NYC MAYOR WANTS MORE POT ENFORCEMENT
Embattled NYC Mayor wants to close illegal shops
Source: Metropolitan Transportation Authority of the State of New York
What happened: New York City Mayor Eric Adams says that if regulators in Albany hand over enforcement of illegal pot shops in the city to him, he’ll have them all closed in “30 days.”
Adams made the remarks on a WBLS radio show Sunday, during a monthly segment where Adams takes questions from callers.
The caller told Adams that illegal pot shops were cropping up all over their Harlem neighborhood, including multiple across the street from an elementary school and a mosque.
Adams’ solution? Let the former cop-turned-mayor lead a crack down. It’s not like he’s doing anything else at the moment.
What he’s saying: “If they give me control of the enforcement, I will close down every illegal shop within 30 days. That's my promise to New Yorkers,” Adams said.
“If I'm given the enforcement, within 30 days you will not see those shops in front of mosques, next to schools, lining up our streets, creating this havoc that you're seeing.”
Back up: Cracking down on unlicensed cannabis sellers has been an uphill battle in New York to say the least.
Regulators and law enforcement officials have been somewhat reluctant to re-criminalize cannabis sales by prosecuting illegal sellers. The whole purpose of the Marijuana Regulation and Taxation Act, the bill that legalized cannabis in 2021, is to create economic opportunity, not create a new class of criminals.
Still, the state’s Office of Cannabis Management, the primary regulatory agency, in conjunction with the Department of Taxation and Finance, has conducted multiple raids, closing down shops and seizing thousands of pounds of unlicensed products.
Many of the shops, however, re-open within days.
And for some illicit sellers, the risks are worth it. The headache of opening up a legal shop — and dealing with paying taxes and all the time, energy, and finances it takes to get through the red tape involved with licensing — is prohibitive.
What’re the consequences of selling illicit cannabis? Gov. Kathy Hochul in June announced a slate of penalties for unlicensed sellers, including:
$10,000 per day fines, rising to $20,000 in “egregious circumstances.”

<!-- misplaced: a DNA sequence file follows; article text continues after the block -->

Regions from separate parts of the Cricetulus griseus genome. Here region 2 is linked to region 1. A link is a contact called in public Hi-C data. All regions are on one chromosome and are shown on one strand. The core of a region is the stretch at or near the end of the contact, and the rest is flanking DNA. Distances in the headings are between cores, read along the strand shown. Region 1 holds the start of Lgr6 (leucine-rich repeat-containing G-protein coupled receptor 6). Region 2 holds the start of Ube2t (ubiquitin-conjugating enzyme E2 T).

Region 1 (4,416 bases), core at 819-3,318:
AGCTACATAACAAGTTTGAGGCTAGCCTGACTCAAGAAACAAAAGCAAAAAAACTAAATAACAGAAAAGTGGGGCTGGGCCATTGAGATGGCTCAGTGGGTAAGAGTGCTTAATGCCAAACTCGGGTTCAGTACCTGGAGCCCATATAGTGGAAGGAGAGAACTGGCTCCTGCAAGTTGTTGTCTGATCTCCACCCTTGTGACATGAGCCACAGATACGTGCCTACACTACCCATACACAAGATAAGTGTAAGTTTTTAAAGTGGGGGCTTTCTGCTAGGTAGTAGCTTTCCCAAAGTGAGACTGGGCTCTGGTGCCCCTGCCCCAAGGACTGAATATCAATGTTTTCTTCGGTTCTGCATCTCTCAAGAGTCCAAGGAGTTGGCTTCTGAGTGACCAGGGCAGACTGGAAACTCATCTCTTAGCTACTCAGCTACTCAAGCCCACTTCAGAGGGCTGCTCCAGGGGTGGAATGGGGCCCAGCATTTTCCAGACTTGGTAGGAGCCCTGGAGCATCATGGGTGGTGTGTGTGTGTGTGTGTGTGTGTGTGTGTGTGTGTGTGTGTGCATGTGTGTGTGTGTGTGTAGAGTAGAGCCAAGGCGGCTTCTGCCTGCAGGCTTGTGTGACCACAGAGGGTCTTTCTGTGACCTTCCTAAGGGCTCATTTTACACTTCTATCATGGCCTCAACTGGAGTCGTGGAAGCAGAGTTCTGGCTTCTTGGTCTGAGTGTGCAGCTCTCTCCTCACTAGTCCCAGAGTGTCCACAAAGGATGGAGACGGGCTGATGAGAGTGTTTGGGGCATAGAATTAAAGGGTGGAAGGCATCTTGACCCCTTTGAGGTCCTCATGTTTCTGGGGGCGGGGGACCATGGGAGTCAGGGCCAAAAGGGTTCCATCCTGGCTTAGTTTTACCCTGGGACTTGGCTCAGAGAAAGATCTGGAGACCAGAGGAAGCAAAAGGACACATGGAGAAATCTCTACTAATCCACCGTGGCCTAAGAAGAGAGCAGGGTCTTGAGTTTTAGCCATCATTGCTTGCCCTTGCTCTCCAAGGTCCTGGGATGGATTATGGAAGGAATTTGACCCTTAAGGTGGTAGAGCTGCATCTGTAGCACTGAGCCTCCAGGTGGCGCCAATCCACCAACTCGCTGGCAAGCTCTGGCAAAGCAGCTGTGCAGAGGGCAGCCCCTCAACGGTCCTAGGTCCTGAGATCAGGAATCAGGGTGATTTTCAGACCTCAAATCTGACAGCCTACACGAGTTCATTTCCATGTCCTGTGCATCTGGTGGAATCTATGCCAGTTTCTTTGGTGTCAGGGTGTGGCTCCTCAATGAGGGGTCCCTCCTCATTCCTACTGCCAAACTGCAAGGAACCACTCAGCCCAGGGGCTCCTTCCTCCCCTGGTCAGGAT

Court order to padlock shops with repeat offenses.
And, in August, the New York City Council passed a law that would impose up to a $10,000 fine on landlords that knowingly rent or lease spaces to unlicensed cannabis shops.
Our take: The issue of unlicensed cannabis sales will exist as long as the bulk of New Yorkers don’t have convenient spots to get the products they want. Right now, there are no legal stores open in Brooklyn, though that is set to change in a few short weeks.
In our Editor-in-Chief’s neighborhood, there’s about a half-dozen unlicensed stores — including an Empire Cannabis Club location, which looks about as legit as cannabis stores get. Casual consumers have no way of knowing the difference. And another store a few blocks away got raided and was open the very next day.
Ultimately, consumers don’t want to break the law, but price and convenience are the two most important choices for regular cannabis consumers who comprise the bulk of sales across the industry, research shows. If the legal market can’t meet that demand because of too-high taxes and bureaucracy, the illicit market will.
And as we reported on Monday, New York’s cannabis market is set to open in a big way on December 29. It’s time for consumers to have choices, whether that’s small, high quality craft-scale cannabis growers, or the weed equivalent of Bud Light.
MISSOURI EXPUNGES RECORDS
The state has expunged over 100,000 cannabis-related cases
Driving the news: Missouri has expunged over 100,000 cannabis-related cases from court records just over a year into legalization.
That’s over 100,000 people who have been given a clean(er) slate to start over after they were penalized under an unjust enforcement regime.
But, some court clerks missed the official deadline — meaning that there’s more work to do. And since records stretch back over 100 years, that poses some logistical challenges, experts say.
What they’re saying: “Now the courts are going to need more time to finish the job, and in fact, it might be years before all the cases from the past century are expunged,” Dan Viets, the Missouri coordinator for the pro-legalization National Organization for the Reform of Marijuana Laws (NORML), told Fox 2.
“We’ve had more than 100 years of marijuana prohibition in Missouri. Many of the older cases have never been put on a database. So, it’s going to take a lot of physical work to locate those paper records in boxes and attics and go through them.”
What’s next? It’s important to note that it’s up to those who have the convictions to request expungement. But, as Viet says, no one is going to lose that opportunity because the clerks missed their deadline.